The term stock dilution or share dilution refers to the devaluation of a company’s shares resulting from the company's issuing of new, additional shares. Stock dilution may affect the monetary value of shares, voting rights, stock dividends, or a combination of these.
Example of stock dilution:
A company is founded by 4 partners which each invest 25,000 Swiss francs of capital into the business. The company’s stock is made up of 100,000 shares, of which each shareholder holds 25,000 shares. So each investor owns one quarter of the business and all 4 hold equal voting rights. The original value of each share is 1 franc, to reflect the value of the invested capital.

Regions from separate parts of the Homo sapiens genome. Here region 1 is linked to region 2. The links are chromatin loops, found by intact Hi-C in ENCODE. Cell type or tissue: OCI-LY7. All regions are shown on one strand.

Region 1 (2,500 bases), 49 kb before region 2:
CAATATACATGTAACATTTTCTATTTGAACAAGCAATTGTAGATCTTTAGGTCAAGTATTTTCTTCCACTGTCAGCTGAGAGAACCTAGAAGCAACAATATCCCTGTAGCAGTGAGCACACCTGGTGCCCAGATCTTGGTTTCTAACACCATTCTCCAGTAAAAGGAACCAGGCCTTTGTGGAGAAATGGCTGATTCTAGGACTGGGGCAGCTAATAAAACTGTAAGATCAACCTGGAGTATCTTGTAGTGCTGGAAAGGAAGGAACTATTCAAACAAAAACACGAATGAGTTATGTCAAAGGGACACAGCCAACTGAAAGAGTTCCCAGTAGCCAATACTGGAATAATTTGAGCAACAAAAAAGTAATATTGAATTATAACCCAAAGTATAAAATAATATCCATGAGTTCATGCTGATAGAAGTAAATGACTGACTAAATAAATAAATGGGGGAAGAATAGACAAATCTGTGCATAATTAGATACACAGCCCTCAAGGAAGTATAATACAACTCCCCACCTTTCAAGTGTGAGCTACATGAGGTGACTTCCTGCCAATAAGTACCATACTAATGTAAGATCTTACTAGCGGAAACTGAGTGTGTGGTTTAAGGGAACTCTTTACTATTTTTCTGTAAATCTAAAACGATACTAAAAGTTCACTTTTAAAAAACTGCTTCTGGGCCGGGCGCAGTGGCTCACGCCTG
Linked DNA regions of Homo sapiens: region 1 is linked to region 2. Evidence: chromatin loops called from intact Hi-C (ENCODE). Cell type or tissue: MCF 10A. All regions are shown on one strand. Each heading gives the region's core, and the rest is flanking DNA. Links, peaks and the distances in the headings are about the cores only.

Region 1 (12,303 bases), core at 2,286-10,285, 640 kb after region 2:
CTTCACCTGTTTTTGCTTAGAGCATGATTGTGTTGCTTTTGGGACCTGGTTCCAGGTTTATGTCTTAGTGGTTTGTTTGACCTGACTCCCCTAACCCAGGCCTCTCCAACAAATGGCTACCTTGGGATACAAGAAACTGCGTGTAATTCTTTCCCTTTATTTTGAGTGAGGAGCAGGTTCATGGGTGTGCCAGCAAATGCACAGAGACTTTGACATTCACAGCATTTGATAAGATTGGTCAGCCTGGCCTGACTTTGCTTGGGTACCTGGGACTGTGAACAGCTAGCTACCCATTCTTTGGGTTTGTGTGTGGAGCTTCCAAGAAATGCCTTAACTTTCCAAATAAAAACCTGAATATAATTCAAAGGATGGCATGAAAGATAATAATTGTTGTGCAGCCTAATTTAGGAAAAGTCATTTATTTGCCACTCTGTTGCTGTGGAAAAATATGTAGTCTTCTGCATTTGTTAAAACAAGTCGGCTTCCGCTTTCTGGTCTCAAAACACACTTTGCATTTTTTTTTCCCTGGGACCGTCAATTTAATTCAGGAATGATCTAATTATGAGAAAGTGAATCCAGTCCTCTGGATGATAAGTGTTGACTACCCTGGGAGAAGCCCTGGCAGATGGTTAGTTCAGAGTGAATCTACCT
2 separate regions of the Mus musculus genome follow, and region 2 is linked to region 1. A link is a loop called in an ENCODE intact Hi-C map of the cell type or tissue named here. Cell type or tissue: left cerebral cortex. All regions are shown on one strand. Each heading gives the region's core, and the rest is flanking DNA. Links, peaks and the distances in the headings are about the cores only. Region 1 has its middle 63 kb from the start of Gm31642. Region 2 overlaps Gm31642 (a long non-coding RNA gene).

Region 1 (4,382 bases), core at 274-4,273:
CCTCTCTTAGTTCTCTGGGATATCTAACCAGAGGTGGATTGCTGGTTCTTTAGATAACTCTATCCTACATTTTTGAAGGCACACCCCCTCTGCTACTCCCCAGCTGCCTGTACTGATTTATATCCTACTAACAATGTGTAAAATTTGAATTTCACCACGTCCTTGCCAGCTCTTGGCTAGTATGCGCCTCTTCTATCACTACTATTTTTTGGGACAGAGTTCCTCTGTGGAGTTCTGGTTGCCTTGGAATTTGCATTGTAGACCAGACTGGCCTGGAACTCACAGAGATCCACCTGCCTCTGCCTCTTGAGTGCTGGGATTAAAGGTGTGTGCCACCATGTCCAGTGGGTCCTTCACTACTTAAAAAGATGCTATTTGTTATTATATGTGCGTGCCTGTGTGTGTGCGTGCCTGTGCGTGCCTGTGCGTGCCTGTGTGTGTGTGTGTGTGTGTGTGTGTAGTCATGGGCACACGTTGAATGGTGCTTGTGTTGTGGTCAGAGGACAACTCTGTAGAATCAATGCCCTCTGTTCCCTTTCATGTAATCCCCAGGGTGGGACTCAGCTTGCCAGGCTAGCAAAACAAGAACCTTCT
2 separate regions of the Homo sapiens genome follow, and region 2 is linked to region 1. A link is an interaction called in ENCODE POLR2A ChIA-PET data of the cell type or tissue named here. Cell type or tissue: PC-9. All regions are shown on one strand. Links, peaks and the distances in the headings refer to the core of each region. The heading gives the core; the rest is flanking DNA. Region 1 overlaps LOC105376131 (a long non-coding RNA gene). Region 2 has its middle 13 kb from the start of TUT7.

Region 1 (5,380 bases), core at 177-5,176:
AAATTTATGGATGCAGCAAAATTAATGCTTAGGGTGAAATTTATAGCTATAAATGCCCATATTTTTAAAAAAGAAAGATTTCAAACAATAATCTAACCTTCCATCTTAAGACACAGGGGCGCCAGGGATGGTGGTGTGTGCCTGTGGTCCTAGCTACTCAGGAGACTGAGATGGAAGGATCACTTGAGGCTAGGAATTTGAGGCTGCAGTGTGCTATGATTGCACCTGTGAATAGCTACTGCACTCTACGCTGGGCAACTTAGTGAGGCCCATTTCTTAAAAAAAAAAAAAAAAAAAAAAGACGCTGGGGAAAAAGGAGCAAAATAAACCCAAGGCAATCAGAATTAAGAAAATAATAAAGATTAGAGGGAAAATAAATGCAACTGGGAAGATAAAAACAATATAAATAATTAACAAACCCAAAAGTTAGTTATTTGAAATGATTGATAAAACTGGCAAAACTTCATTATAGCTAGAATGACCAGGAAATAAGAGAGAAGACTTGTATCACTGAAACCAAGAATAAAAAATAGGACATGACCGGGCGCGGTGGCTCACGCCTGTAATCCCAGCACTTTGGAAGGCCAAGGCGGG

In order to raise additional capital to develop its product, the company takes on an investor. The investor invests 200,000 francs into the business. The company issues 200,000 new shares which are given to the investor to represent their capital investment. So the company’s stock is now split into 300,000 shares instead of the original 100,000. The investor now holds over 66% of company shares. The original 4 partners now hold less than 8.4% of shares each, meaning their stock was diluted by 16.6% each.
The investor has superior voting rights because they own a larger share of the company. They also receive a larger share of dividends.
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